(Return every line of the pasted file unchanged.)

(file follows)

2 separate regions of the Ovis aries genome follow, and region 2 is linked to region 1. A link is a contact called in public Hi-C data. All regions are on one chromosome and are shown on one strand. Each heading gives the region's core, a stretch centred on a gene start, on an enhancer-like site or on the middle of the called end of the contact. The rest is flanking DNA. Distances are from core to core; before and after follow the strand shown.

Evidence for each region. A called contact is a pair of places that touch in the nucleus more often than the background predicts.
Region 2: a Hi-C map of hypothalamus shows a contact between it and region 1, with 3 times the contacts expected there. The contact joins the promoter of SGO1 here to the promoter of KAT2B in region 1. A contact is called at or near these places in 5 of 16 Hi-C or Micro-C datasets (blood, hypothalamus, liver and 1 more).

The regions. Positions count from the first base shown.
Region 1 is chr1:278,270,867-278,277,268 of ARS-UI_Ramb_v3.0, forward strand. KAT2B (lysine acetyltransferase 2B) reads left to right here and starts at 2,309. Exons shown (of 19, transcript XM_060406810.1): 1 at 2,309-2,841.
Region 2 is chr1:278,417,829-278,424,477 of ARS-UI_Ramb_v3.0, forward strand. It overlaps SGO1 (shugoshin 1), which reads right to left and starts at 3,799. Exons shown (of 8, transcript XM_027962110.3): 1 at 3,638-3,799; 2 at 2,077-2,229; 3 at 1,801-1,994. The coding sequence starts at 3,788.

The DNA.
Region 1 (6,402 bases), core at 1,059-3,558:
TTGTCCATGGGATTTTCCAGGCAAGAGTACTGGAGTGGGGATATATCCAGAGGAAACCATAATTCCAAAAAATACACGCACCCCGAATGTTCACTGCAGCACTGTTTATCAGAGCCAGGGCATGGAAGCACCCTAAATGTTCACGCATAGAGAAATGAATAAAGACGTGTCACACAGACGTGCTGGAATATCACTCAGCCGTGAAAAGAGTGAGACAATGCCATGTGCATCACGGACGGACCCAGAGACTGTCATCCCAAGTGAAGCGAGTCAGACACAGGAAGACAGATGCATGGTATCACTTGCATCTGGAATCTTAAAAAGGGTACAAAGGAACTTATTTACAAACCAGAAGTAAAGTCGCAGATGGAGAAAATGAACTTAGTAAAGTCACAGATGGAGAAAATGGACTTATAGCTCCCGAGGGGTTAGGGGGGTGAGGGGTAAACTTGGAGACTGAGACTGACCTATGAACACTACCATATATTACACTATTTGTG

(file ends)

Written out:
2 separate regions of the Ovis aries genome follow, and region 2 is linked to region 1. A link is a contact called in public Hi-C data. All regions are on one chromosome and are shown on one strand. Each heading gives the region's core, a stretch centred on a gene start, on an enhancer-like site or on the middle of the called end of the contact. The rest is flanking DNA. Distances are from core to core; before and after follow the strand shown.

Evidence for each region. A called contact is a pair of places that touch in the nucleus more often than the background predicts.
Region 2: a Hi-C map of hypothalamus shows a contact between it and region 1, with 3 times the contacts expected there. The contact joins the promoter of SGO1 here to the promoter of KAT2B in region 1. A contact is called at or near these places in 5 of 16 Hi-C or Micro-C datasets (blood, hypothalamus, liver and 1 more).

The regions. Positions count from the first base shown.
Region 1 is chr1:278,270,867-278,277,268 of ARS-UI_Ramb_v3.0, forward strand. KAT2B (lysine acetyltransferase 2B) reads left to right here and starts at 2,309. Exons shown (of 19, transcript XM_060406810.1): 1 at 2,309-2,841.
Region 2 is chr1:278,417,829-278,424,477 of ARS-UI_Ramb_v3.0, forward strand. It overlaps SGO1 (shugoshin 1), which reads right to left and starts at 3,799. Exons shown (of 8, transcript XM_027962110.3): 1 at 3,638-3,799; 2 at 2,077-2,229; 3 at 1,801-1,994. The coding sequence starts at 3,788.

The DNA.
Region 1 (6,402 bases), core at 1,059-3,558:
TTGTCCATGGGATTTTCCAGGCAAGAGTACTGGAGTGGGGATATATCCAGAGGAAACCATAATTCCAAAAAATACACGCACCCCGAATGTTCACTGCAGCACTGTTTATCAGAGCCAGGGCATGGAAGCACCCTAAATGTTCACGCATAGAGAAATGAATAAAGACGTGTCACACAGACGTGCTGGAATATCACTCAGCCGTGAAAAGAGTGAGACAATGCCATGTGCATCACGGACGGACCCAGAGACTGTCATCCCAAGTGAAGCGAGTCAGACACAGGAAGACAGATGCATGGTATCACTTGCATCTGGAATCTTAAAAAGGGTACAAAGGAACTTATTTACAAACCAGAAGTAAAGTCGCAGATGGAGAAAATGAACTTAGTAAAGTCACAGATGGAGAAAATGGACTTATAGCTCCCGAGGGGTTAGGGGGGTGAGGGGTAAACTTGGAGACTGAGACTGACCTATGAACACTACCATATATTACACTATTTGTG